97

Spontaneous Music Orchestra: For You to Share

Robert Spencer By

Sign in to view read count
The orchestra here in question is the renowned English free drummer John Stevens and reedman Trevor Watts (on soprano here) plus – on the first track, the four-part "For You to Share" – "numerous young musicians and audience members." It was May 20, 1970. The sound is a bit dodgy, especially this first track, with the soprano and drums sounding as if they've been recorded on a personal cassette recorder, circa 1970 – and they probably were – but what comes through loud and clear is the (mostly) vocal drone provided by the audience members. It was 1970, after all, and the idea (Stevens' idea) was to involve everyone in the process of making spontaneous music by having them hold long tones, which would form the backdrop of what Stevens and Watts would come up with.

It comes off rather well, really. Watts is a tremendously underrated and markedly lyrical player. After awhile here he seems to run out of ideas and begins to harp on a couple of repetitive figures, although that may be part of the trance music aspect of the piece. He certainly begins with some wondrous melody-making. The audience's drone harks back to some of the earliest notated music, where drones by one voice set off a melody by another; the "orchestra" here has numerous affecting moments.

The second track, "Peace Music," was recorded in a studio four months before "For You to Share." There's no telling who was in the studio, but here the drone is instrumental, and Watts' soprano is Oriental in a Coletrane-ish mode. You hear his playing a bit better here (although the drone threatens to overwhelm him on occasion) and it deserves to be. Stevens contributes some tabla-like drumming, and the whole thing could be going on in Bombay.

This is fine and fascinating music. The words on the front cover are arranged in a peace symbol, and perhaps the whole thing is a bit dated. But the marvelous playing by Watts and Stevens is timeless, making this a most welcome reissue.

| Record Label: Emanem | Style: Straight-ahead/Mainstream


Shop

CD/LP/Track Review
Read more articles
Plus Equals
Not On Label (Spontaneous Sound Self-released)
2001
buy
Mouthpiece
Not On Label (Spontaneous Sound Self-released)
2000
buy
SME + = SMO
Not On Label (Spontaneous Sound Self-released)
1975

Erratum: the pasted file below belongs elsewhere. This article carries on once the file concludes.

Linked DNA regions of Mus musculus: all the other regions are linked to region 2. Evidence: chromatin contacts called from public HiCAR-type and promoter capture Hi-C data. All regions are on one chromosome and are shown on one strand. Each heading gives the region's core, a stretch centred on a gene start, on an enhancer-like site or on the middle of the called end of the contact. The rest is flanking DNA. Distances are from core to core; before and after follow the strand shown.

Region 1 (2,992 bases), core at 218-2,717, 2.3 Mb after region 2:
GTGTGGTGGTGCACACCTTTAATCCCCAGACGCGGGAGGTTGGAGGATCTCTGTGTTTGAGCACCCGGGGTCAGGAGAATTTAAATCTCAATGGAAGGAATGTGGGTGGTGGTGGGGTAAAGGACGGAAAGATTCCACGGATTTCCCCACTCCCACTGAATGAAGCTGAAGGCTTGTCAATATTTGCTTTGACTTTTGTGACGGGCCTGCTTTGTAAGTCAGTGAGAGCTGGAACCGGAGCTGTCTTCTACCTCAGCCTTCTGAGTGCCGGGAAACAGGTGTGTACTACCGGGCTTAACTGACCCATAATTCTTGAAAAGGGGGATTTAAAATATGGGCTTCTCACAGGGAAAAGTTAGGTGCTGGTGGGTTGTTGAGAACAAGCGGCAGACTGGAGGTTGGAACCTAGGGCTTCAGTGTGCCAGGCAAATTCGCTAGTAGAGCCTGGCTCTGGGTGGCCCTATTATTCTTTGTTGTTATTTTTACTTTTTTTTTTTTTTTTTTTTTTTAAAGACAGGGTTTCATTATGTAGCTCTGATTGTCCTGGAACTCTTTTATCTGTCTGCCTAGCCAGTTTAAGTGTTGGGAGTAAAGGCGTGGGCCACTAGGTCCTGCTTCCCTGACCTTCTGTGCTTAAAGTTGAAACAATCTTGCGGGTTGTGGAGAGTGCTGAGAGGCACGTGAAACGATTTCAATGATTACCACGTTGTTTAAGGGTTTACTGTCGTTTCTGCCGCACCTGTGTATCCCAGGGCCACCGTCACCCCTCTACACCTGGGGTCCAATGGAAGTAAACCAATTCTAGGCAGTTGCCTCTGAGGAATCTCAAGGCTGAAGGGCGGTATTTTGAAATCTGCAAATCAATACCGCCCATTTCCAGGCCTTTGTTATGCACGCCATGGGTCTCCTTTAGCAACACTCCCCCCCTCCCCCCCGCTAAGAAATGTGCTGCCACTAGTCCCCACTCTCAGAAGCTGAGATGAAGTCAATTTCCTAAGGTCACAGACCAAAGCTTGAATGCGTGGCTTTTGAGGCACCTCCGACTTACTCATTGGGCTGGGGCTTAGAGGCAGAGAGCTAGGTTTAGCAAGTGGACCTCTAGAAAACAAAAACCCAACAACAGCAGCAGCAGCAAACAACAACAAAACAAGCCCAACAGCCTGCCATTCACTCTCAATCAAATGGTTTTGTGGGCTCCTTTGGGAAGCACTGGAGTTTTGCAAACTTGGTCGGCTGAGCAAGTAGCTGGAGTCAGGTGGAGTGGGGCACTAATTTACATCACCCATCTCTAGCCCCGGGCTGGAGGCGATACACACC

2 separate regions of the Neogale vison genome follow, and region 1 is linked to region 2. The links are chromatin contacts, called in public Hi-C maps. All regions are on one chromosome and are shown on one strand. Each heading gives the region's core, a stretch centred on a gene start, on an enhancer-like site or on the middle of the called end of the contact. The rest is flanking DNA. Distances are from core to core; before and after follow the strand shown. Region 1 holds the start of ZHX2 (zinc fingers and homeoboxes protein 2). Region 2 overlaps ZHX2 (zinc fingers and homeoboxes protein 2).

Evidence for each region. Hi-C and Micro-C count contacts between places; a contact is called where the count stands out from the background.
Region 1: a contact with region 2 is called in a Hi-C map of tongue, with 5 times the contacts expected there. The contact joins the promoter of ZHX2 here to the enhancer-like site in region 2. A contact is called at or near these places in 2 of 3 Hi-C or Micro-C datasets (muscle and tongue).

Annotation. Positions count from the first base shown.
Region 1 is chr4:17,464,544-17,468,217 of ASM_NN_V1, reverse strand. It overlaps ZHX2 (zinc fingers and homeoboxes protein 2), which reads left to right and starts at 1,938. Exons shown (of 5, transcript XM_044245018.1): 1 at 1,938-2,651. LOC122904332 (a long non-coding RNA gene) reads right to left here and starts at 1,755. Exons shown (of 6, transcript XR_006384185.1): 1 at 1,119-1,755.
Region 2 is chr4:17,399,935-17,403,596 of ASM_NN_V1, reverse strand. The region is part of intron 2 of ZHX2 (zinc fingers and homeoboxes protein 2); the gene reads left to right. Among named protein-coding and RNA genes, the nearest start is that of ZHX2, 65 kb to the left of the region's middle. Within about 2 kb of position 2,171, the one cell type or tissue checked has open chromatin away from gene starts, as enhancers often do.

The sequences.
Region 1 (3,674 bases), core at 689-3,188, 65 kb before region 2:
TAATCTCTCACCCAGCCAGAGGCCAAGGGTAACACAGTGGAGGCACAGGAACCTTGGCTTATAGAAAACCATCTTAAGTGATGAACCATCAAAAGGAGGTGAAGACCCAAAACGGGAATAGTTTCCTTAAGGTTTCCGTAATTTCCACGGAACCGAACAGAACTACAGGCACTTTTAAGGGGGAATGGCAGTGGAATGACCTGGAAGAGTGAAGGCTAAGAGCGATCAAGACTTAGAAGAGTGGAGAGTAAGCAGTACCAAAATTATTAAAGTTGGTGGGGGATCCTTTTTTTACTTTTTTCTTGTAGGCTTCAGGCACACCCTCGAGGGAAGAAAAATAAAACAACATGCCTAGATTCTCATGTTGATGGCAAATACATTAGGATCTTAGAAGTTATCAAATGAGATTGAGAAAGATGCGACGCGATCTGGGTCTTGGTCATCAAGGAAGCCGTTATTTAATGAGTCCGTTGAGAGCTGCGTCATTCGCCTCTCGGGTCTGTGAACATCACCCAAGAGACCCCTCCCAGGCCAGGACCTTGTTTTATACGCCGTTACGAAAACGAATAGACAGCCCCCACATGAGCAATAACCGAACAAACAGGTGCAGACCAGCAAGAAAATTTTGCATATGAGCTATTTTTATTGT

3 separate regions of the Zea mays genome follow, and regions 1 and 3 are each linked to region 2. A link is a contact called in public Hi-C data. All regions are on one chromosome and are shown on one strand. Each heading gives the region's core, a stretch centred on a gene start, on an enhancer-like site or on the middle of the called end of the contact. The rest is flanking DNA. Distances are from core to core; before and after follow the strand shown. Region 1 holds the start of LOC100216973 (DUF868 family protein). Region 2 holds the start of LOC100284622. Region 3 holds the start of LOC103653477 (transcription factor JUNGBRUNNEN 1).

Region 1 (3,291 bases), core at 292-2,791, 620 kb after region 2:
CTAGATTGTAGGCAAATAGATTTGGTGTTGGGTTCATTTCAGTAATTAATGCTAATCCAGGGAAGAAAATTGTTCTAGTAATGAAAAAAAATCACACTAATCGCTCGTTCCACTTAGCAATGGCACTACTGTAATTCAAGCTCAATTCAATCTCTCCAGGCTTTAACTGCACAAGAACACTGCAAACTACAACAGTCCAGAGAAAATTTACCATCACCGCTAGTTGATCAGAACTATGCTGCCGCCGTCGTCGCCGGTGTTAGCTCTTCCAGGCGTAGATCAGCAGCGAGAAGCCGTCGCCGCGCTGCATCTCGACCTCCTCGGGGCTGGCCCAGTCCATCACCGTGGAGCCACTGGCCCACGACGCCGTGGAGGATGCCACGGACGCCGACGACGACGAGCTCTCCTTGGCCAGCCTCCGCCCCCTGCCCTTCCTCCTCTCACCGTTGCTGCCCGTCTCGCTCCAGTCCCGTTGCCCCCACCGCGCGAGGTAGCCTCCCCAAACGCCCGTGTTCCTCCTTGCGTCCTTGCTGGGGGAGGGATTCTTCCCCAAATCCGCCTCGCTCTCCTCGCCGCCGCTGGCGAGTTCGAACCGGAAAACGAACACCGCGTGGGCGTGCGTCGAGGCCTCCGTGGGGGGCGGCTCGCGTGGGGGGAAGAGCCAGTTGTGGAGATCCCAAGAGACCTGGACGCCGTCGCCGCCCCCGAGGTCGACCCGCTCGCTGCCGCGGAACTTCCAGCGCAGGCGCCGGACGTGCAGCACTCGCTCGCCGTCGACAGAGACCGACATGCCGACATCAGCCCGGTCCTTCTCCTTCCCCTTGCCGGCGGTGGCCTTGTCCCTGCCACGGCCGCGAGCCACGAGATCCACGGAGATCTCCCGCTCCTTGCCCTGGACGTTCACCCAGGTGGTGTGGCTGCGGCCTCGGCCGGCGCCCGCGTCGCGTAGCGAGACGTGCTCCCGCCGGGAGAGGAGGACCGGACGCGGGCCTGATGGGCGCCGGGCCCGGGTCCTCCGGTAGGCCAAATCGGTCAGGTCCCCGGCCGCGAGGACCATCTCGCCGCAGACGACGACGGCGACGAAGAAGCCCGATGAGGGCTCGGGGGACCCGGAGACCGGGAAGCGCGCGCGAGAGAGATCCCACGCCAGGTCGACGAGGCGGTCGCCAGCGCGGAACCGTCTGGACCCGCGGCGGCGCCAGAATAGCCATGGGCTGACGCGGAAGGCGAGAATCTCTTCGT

buy

More Articles

Read The Angel and the Brute Sing Songs of Rapture CD/LP/Track Review The Angel and the Brute Sing Songs of Rapture
by Karl Ackermann
Published: February 25, 2017
Read Coldest Second Yesterday CD/LP/Track Review Coldest Second Yesterday
by John Sharpe
Published: February 25, 2017
Read Follow Your Heart CD/LP/Track Review Follow Your Heart
by Mark Corroto
Published: February 25, 2017
Read The Sound of Surprise: Live at the Side Door CD/LP/Track Review The Sound of Surprise: Live at the Side Door
by Edward Blanco
Published: February 25, 2017
Read Chicago II CD/LP/Track Review Chicago II
by Doug Collette
Published: February 25, 2017
Read Over the Rainbow CD/LP/Track Review Over the Rainbow
by Paul Rauch
Published: February 24, 2017
Read "Double Septet" CD/LP/Track Review Double Septet
by Glenn Astarita
Published: September 10, 2016
Read "The Day After" CD/LP/Track Review The Day After
by David A. Orthmann
Published: February 14, 2017
Read "Allied Forces" CD/LP/Track Review Allied Forces
by David A. Orthmann
Published: November 13, 2016
Read "Escualo" CD/LP/Track Review Escualo
by Duncan Heining
Published: November 24, 2016
Read "Colors for the Masters" CD/LP/Track Review Colors for the Masters
by C. Andrew Hovan
Published: August 6, 2016
Read "Duet" CD/LP/Track Review Duet
by Budd Kopman
Published: October 1, 2016

Post a comment

comments powered by Disqus

Sponsor: ECM Records | BUY NOW  

Support our sponsor

Support All About Jazz's Future

We need your help and we have a deal. Contribute $20 and we'll hide the six Google ads that appear on every page for a full year!

Buy it!